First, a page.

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ASG Khiari: “The Secretary-General strongly condemns the DPRK’s launch of yet another ballistic missile of intercontinental range”




New York, 13 July 2023


Mr President,

The Democratic People’s Republic of Korea (DPRK) launched its Hwasong-18 intercontinental ballistic missile on 12 July.  

This was the DPRK’s second launch of its new solid-fuel intercontinental ballistic missile.  As we have previously briefed, solid-propellant missiles do not need to undergo fuelling prior to launch and thus can be launched more quickly than liquid-propellant missiles.  

The missile was launched on a lofted trajectory from the Pyongyang area at 10:00 am local time and reportedly flew around 1,000 km and to an altitude of around 6,600 km before falling into the sea, inside the Russian Federation’s Exclusive Economic Zone.  The flight was reportedly around 74 minutes, potentially making it the DPRK’s longest ballistic missile flight duration.  

The systems the DPRK tested on 12 July, 13 April, 16 March, 18 February this year, as well as on five occasions last year, can reach most points on Earth.

The DPRK did not issue airspace or maritime safety notifications for this launch.  As recently reiterated by the International Civil Aviation Organization as well as the International Maritime Organization, the DPRK’s unannounced launches represent a serious risk to international civil aviation and maritime traffic.

Mr President,

The Secretary-General strongly condemns the DPRK’s launch of yet another ballistic missile of intercontinental range. 

He reiterates his calls on the DPRK to fully comply with its international obligations under all relevant Security Council resolutions and to resume dialogue without preconditions leading to sustainable peace and the complete and verifiable denuclearization of the Korean Peninsula.

Mr President,

The DPRK’s official news agency said that the latest launch of the Hwasong-18 ballistic missile was to quote “deter the dangerous military moves of the hostile forces” end quote.  The DPRK also said that the country would strengthen its so-called nuclear deterrent in line with its five-year military development plan unveiled in January 2021.  That plan provided for the development of specific capabilities, many involving the DPRK pursuing its nuclear weapons and ballistic missile programmes, in violation of the relevant Security Council resolutions.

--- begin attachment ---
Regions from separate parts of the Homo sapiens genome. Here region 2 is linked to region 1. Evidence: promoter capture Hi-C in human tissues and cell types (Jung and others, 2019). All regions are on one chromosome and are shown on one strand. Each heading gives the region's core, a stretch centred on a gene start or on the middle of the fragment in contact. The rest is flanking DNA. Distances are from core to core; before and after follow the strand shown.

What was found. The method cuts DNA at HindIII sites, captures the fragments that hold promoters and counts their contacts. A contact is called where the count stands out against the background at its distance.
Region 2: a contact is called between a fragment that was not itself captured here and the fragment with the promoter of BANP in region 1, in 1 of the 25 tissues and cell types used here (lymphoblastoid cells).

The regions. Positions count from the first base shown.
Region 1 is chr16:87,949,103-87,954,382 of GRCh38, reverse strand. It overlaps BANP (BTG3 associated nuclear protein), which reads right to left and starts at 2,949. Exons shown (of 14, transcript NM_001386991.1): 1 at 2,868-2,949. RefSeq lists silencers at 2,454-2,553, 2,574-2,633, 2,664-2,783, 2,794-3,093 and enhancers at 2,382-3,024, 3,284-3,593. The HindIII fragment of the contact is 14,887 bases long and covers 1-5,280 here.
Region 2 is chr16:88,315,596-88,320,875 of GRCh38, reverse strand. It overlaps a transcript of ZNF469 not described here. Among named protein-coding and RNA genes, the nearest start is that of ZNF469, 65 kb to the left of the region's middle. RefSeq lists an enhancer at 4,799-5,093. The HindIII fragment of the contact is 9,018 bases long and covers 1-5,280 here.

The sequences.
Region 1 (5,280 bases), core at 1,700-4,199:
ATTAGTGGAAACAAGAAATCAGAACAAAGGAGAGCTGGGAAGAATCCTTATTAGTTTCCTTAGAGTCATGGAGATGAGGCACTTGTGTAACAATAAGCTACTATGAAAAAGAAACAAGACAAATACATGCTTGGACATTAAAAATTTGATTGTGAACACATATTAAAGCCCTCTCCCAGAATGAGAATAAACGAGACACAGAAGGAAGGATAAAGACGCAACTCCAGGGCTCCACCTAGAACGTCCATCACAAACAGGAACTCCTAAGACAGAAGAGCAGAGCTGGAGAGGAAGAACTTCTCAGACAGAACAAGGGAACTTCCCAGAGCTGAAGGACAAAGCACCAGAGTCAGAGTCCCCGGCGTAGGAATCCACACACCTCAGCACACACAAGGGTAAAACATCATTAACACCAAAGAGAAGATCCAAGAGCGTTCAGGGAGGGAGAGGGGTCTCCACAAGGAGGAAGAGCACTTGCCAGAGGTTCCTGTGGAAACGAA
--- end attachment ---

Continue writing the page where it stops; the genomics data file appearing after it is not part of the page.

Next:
The DPRK significantly increased its missile launch activities in 2022 and 2023, including more than 90 launches using ballistic missile technology.  

As we have previously briefed, the DPRK attempted to launch its first military satellite with what it described as a“new-type carrier rocket” using ballistic missile technology on 31 May. The DPRK has reported on the failure and reiterated that it would conduct a second launch as soon as possible.  While it is the right of any sovereign state to launch a satellite and to benefit from peaceful space activities, the relevant Security Council resolutions expressly prohibit the DPRK from conducting any launches using ballistic missile technology.

Mr President,

Key peace and security issues, such as the situation on the Korean Peninsula, must be an area for cooperation.  

We welcome the Security Council’s commitment, as expressed in resolution 2397 (2017), to a peaceful, comprehensive, diplomatic, and political solution to the situation on the Korean Peninsula.  

The status quo is alarming and unsustainable.  

Mr President, 

In a fortnight, we will observe the 70th anniversary of the Korean War Armistice Agreement.  It is a tragic reality that tensions persist and remain unresolved even after seven decades.

As we have previously briefed, there are several practical measures that can be taken to reduce tensions, reverse the dangerous dynamic, and create space to explore diplomatic avenues.  While I won't reiterate them, I do emphasise the importance of re-establishing communication channels, particularly those between military entities, and exercisingmaximum restraint.  It is critical to avoid an unintended escalation.  

In addition, pending the complete and verifiable denuclearization of the Korean Peninsula, it is imperative that the DPRK maintains the highest level of safety at its nuclear facilities.

Mr President, 

I would like to highlight once more our concerns regarding the humanitarian situation in the DPRK.  The United Nations is ready to assist the DPRK in addressing basic needs of its vulnerable populations.  

Given the positive advancements in vaccines and treatments and the declaration by the World Health Organization Director-General on 5 May that COVID-19 is no longer a public health emergency of international concern, we urge the DPRK to allow the unimpeded re-entry and rotation of the international community, including our staff and the United Nations Resident Coordinator.   

This collective return will yield a positive impact in supporting the people, bolstering relations, and, importantly,fortifying communication channels.

Diplomacy - not isolation - is the only way forward.  

In this respect, I would like to acknowledge the participation of the Permanent Representatives from the Democratic People’s Republic of Korea as well as the Republic of Korea in this meeting.

Let me close by stressing that the unity of the Security Council on the DPRK is essential to ease tensions and overcome the diplomatic impasse.  The primary responsibility for international peace and security rests with this Council. 

Thank you, Mr President.